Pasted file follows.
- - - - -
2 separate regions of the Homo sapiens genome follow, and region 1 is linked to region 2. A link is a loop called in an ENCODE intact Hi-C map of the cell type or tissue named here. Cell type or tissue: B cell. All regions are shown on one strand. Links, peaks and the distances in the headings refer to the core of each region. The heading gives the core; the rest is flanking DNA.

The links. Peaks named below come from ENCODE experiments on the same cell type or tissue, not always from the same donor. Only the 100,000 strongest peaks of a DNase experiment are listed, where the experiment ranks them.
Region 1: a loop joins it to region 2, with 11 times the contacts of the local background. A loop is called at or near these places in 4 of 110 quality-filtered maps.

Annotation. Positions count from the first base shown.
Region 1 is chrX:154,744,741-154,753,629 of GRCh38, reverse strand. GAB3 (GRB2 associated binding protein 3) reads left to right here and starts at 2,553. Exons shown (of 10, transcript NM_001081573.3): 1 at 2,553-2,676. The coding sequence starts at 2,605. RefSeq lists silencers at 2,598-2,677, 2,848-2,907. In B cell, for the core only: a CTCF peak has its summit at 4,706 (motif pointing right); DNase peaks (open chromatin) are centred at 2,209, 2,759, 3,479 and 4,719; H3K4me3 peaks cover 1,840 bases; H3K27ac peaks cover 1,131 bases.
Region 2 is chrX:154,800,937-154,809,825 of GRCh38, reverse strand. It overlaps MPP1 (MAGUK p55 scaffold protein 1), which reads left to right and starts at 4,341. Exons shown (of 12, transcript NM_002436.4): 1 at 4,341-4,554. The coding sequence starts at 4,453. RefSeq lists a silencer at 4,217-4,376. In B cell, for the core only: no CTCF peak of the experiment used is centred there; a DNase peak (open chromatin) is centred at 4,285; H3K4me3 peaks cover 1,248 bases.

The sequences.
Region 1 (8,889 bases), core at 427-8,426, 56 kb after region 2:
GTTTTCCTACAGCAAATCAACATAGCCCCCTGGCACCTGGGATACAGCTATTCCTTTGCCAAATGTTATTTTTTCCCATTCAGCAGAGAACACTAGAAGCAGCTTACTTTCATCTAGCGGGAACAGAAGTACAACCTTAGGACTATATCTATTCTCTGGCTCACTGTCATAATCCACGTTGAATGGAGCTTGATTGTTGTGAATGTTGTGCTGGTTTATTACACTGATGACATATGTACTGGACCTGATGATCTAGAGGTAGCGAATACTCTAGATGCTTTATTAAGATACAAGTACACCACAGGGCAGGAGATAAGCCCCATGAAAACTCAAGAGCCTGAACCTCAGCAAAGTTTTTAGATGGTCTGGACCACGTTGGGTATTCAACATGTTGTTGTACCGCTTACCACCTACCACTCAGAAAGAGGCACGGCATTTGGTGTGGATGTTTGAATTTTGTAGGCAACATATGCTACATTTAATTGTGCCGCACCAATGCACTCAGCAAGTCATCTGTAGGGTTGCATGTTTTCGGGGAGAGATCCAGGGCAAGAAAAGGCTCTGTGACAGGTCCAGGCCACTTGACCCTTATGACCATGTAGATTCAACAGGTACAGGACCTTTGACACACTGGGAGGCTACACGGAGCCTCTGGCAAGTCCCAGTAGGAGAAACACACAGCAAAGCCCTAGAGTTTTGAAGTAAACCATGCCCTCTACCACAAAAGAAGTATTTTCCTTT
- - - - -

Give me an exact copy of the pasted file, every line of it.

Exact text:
2 separate regions of the Homo sapiens genome follow, and region 1 is linked to region 2. A link is a loop called in an ENCODE intact Hi-C map of the cell type or tissue named here. Cell type or tissue: B cell. All regions are shown on one strand. Links, peaks and the distances in the headings refer to the core of each region. The heading gives the core; the rest is flanking DNA.

The links. Peaks named below come from ENCODE experiments on the same cell type or tissue, not always from the same donor. Only the 100,000 strongest peaks of a DNase experiment are listed, where the experiment ranks them.
Region 1: a loop joins it to region 2, with 11 times the contacts of the local background. A loop is called at or near these places in 4 of 110 quality-filtered maps.

Annotation. Positions count from the first base shown.
Region 1 is chrX:154,744,741-154,753,629 of GRCh38, reverse strand. GAB3 (GRB2 associated binding protein 3) reads left to right here and starts at 2,553. Exons shown (of 10, transcript NM_001081573.3): 1 at 2,553-2,676. The coding sequence starts at 2,605. RefSeq lists silencers at 2,598-2,677, 2,848-2,907. In B cell, for the core only: a CTCF peak has its summit at 4,706 (motif pointing right); DNase peaks (open chromatin) are centred at 2,209, 2,759, 3,479 and 4,719; H3K4me3 peaks cover 1,840 bases; H3K27ac peaks cover 1,131 bases.
Region 2 is chrX:154,800,937-154,809,825 of GRCh38, reverse strand. It overlaps MPP1 (MAGUK p55 scaffold protein 1), which reads left to right and starts at 4,341. Exons shown (of 12, transcript NM_002436.4): 1 at 4,341-4,554. The coding sequence starts at 4,453. RefSeq lists a silencer at 4,217-4,376. In B cell, for the core only: no CTCF peak of the experiment used is centred there; a DNase peak (open chromatin) is centred at 4,285; H3K4me3 peaks cover 1,248 bases.

The sequences.
Region 1 (8,889 bases), core at 427-8,426, 56 kb after region 2:
GTTTTCCTACAGCAAATCAACATAGCCCCCTGGCACCTGGGATACAGCTATTCCTTTGCCAAATGTTATTTTTTCCCATTCAGCAGAGAACACTAGAAGCAGCTTACTTTCATCTAGCGGGAACAGAAGTACAACCTTAGGACTATATCTATTCTCTGGCTCACTGTCATAATCCACGTTGAATGGAGCTTGATTGTTGTGAATGTTGTGCTGGTTTATTACACTGATGACATATGTACTGGACCTGATGATCTAGAGGTAGCGAATACTCTAGATGCTTTATTAAGATACAAGTACACCACAGGGCAGGAGATAAGCCCCATGAAAACTCAAGAGCCTGAACCTCAGCAAAGTTTTTAGATGGTCTGGACCACGTTGGGTATTCAACATGTTGTTGTACCGCTTACCACCTACCACTCAGAAAGAGGCACGGCATTTGGTGTGGATGTTTGAATTTTGTAGGCAACATATGCTACATTTAATTGTGCCGCACCAATGCACTCAGCAAGTCATCTGTAGGGTTGCATGTTTTCGGGGAGAGATCCAGGGCAAGAAAAGGCTCTGTGACAGGTCCAGGCCACTTGACCCTTATGACCATGTAGATTCAACAGGTACAGGACCTTTGACACACTGGGAGGCTACACGGAGCCTCTGGCAAGTCCCAGTAGGAGAAACACACAGCAAAGCCCTAGAGTTTTGAAGTAAACCATGCCCTCTACCACAAAAGAAGTATTTTCCTTT